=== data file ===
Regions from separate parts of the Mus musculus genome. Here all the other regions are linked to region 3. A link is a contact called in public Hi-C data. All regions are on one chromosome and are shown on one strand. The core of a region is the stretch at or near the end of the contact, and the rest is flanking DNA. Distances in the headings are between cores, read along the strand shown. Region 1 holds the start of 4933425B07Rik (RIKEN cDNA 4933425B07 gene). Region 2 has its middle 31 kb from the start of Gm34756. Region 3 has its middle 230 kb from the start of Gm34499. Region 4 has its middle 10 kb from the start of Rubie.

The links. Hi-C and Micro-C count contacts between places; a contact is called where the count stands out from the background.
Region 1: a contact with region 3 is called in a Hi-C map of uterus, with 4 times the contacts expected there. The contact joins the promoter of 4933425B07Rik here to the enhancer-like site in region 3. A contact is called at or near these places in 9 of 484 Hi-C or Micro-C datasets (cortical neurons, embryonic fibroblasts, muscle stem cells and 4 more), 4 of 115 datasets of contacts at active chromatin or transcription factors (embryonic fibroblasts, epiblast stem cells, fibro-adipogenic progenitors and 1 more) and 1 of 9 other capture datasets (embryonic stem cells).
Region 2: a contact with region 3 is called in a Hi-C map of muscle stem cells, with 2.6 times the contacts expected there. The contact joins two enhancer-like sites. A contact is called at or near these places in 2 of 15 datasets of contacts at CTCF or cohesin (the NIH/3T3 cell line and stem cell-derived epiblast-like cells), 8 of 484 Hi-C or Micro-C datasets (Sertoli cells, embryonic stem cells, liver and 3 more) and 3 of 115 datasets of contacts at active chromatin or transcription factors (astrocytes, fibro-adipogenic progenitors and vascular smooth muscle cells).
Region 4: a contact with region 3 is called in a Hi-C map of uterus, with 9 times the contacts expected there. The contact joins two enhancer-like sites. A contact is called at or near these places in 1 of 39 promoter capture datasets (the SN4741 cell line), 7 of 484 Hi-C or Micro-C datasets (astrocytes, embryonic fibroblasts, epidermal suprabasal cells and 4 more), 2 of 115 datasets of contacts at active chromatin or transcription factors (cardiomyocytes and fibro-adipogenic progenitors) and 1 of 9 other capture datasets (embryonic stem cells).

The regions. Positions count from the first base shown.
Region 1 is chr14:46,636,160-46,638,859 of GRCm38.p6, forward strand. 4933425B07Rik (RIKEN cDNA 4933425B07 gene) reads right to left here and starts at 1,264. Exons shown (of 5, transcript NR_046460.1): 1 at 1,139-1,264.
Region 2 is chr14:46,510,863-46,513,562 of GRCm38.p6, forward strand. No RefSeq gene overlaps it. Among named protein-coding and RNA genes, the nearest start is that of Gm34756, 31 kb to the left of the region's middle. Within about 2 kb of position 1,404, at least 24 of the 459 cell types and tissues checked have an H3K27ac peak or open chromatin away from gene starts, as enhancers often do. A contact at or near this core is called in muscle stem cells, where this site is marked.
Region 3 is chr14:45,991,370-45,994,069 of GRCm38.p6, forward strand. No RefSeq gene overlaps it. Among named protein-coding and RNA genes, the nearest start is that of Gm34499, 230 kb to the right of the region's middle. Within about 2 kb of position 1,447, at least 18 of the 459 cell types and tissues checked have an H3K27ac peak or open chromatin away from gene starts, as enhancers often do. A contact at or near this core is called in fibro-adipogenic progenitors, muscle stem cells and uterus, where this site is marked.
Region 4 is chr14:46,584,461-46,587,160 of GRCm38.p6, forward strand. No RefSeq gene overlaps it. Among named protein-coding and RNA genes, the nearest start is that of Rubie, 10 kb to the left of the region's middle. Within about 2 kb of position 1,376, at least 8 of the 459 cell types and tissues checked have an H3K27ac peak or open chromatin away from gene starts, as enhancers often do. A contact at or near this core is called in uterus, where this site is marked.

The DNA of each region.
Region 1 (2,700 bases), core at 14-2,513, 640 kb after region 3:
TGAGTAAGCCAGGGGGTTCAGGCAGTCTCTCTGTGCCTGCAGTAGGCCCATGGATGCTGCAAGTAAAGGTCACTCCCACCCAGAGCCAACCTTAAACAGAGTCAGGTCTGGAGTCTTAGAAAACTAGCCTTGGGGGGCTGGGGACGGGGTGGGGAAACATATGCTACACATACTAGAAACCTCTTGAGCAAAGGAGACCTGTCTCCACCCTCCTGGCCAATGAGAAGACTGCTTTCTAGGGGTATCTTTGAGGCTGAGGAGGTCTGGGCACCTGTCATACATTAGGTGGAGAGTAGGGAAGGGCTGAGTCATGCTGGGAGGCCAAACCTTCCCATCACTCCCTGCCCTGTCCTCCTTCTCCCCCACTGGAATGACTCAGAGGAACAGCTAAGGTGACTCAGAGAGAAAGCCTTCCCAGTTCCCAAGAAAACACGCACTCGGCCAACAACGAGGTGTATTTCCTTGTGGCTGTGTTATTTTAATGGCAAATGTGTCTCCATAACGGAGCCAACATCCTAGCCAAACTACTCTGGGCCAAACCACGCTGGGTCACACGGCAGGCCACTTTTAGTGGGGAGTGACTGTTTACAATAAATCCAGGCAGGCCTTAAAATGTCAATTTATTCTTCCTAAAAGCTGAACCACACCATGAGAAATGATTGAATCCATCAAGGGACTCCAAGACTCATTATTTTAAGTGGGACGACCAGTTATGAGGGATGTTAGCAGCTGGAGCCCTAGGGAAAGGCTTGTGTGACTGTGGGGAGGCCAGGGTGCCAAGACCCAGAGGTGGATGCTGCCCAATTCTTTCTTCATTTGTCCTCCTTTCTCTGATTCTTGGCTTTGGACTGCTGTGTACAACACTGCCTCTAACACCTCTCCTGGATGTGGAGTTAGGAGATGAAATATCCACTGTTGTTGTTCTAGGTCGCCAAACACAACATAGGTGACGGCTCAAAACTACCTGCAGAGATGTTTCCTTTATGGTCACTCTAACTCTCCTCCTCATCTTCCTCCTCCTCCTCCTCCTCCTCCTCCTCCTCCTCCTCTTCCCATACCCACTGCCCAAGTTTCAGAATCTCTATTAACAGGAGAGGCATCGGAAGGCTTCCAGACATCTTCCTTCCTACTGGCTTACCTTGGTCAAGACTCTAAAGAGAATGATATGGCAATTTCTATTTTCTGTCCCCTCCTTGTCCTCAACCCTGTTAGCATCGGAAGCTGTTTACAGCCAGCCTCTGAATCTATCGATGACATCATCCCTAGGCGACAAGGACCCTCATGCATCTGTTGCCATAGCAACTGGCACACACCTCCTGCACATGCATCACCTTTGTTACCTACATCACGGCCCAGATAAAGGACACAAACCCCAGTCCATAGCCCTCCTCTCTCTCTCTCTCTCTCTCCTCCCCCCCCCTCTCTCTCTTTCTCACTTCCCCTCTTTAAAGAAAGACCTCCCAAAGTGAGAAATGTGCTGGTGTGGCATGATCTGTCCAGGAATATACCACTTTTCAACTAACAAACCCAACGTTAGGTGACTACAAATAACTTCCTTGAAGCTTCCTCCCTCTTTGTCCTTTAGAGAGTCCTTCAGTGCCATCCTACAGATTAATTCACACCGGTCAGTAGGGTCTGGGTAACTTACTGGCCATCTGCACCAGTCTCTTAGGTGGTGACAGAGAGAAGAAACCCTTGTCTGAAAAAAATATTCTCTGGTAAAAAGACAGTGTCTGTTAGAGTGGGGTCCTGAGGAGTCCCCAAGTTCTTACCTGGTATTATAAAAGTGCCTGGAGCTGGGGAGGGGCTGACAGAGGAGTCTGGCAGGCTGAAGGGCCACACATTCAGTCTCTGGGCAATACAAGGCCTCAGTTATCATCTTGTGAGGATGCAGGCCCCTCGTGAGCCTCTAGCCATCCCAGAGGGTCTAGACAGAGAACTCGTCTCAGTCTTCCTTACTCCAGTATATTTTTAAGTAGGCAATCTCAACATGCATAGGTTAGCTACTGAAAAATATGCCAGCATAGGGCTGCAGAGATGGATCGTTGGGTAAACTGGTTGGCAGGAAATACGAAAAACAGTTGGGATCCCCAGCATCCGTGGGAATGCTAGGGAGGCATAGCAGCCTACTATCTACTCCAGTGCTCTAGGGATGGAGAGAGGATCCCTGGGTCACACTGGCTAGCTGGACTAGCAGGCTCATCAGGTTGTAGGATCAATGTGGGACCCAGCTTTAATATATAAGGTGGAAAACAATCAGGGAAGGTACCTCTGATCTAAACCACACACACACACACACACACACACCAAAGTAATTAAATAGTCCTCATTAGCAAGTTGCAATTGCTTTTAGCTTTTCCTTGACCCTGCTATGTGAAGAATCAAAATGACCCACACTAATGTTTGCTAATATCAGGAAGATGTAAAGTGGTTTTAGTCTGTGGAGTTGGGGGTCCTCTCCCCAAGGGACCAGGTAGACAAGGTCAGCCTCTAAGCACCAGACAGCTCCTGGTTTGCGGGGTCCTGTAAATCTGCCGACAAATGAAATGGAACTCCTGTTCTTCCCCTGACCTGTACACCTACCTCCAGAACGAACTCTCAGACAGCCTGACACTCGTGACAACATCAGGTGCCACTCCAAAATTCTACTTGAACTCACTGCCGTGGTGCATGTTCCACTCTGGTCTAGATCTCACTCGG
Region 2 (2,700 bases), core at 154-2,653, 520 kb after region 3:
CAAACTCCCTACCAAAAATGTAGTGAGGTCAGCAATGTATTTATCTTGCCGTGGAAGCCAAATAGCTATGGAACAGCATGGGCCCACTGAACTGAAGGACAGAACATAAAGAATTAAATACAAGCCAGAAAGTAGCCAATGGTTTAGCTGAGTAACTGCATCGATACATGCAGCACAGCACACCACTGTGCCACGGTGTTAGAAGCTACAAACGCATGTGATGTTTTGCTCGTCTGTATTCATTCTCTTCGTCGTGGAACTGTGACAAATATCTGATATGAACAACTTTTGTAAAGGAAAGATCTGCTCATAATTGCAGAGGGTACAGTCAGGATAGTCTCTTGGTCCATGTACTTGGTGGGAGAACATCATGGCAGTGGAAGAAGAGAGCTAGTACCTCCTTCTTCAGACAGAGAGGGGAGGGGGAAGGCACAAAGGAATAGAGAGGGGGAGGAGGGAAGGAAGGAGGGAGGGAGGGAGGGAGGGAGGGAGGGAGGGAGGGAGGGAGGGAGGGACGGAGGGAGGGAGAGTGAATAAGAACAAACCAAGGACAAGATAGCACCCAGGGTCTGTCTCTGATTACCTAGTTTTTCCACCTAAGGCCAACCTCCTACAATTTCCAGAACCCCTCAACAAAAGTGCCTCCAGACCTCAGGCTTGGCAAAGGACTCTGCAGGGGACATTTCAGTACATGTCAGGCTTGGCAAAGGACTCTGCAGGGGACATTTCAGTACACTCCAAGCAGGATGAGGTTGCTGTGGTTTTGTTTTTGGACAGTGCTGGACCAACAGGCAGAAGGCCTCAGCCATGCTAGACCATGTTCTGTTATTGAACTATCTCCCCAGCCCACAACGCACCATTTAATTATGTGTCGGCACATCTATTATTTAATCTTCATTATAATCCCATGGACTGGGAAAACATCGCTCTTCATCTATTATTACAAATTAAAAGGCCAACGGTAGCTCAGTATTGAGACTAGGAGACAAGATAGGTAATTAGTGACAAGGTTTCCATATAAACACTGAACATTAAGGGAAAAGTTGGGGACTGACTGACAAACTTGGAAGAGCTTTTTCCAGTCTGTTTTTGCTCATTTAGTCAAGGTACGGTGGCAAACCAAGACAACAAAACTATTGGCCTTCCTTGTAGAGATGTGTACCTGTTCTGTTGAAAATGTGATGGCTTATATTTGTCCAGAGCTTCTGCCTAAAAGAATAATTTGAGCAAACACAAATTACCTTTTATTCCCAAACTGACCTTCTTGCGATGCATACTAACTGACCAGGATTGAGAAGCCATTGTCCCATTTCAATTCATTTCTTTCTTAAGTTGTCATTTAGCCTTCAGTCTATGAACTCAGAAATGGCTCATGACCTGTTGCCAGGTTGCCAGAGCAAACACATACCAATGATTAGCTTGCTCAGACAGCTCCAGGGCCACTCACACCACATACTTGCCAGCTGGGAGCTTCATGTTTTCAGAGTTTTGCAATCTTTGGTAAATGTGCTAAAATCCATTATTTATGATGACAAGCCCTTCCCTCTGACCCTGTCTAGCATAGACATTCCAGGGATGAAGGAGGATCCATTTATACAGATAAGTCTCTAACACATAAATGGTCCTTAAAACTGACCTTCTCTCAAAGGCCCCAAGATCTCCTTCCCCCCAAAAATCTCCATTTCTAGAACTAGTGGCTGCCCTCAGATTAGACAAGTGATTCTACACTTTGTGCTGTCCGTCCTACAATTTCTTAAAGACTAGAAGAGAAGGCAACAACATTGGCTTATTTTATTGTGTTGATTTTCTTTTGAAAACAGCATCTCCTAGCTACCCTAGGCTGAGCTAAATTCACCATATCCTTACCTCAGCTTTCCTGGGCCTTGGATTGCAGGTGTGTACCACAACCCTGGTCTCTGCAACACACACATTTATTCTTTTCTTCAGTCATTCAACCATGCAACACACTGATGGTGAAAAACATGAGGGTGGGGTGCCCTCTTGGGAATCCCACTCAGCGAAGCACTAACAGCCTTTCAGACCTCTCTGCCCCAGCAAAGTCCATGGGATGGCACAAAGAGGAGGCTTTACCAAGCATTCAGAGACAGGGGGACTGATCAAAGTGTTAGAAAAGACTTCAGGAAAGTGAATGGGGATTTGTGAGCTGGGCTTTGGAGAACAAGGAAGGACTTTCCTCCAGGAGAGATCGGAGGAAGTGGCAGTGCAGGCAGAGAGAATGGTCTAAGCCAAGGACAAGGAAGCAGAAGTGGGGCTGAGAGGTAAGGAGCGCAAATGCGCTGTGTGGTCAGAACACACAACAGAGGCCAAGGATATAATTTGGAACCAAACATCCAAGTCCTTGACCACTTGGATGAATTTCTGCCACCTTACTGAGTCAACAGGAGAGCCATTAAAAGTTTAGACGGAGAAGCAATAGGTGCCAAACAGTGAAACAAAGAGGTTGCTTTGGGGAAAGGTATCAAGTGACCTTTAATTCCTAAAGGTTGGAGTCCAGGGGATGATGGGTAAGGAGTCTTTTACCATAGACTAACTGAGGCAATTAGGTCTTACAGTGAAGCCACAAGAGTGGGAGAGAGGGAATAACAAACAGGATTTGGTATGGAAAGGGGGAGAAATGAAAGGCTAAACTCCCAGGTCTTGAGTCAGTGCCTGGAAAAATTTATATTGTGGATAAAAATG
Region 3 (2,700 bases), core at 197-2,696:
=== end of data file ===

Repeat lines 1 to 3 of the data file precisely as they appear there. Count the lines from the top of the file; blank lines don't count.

Regions from separate parts of the Mus musculus genome. Here all the other regions are linked to region 3. A link is a contact called in public Hi-C data. All regions are on one chromosome and are shown on one strand. The core of a region is the stretch at or near the end of the contact, and the rest is flanking DNA. Distances in the headings are between cores, read along the strand shown. Region 1 holds the start of 4933425B07Rik (RIKEN cDNA 4933425B07 gene). Region 2 has its middle 31 kb from the start of Gm34756. Region 3 has its middle 230 kb from the start of Gm34499. Region 4 has its middle 10 kb from the start of Rubie.

The links. Hi-C and Micro-C count contacts between places; a contact is called where the count stands out from the background.
Region 1: a contact with region 3 is called in a Hi-C map of uterus, with 4 times the contacts expected there. The contact joins the promoter of 4933425B07Rik here to the enhancer-like site in region 3. A contact is called at or near these places in 9 of 484 Hi-C or Micro-C datasets (cortical neurons, embryonic fibroblasts, muscle stem cells and 4 more), 4 of 115 datasets of contacts at active chromatin or transcription factors (embryonic fibroblasts, epiblast stem cells, fibro-adipogenic progenitors and 1 more) and 1 of 9 other capture datasets (embryonic stem cells).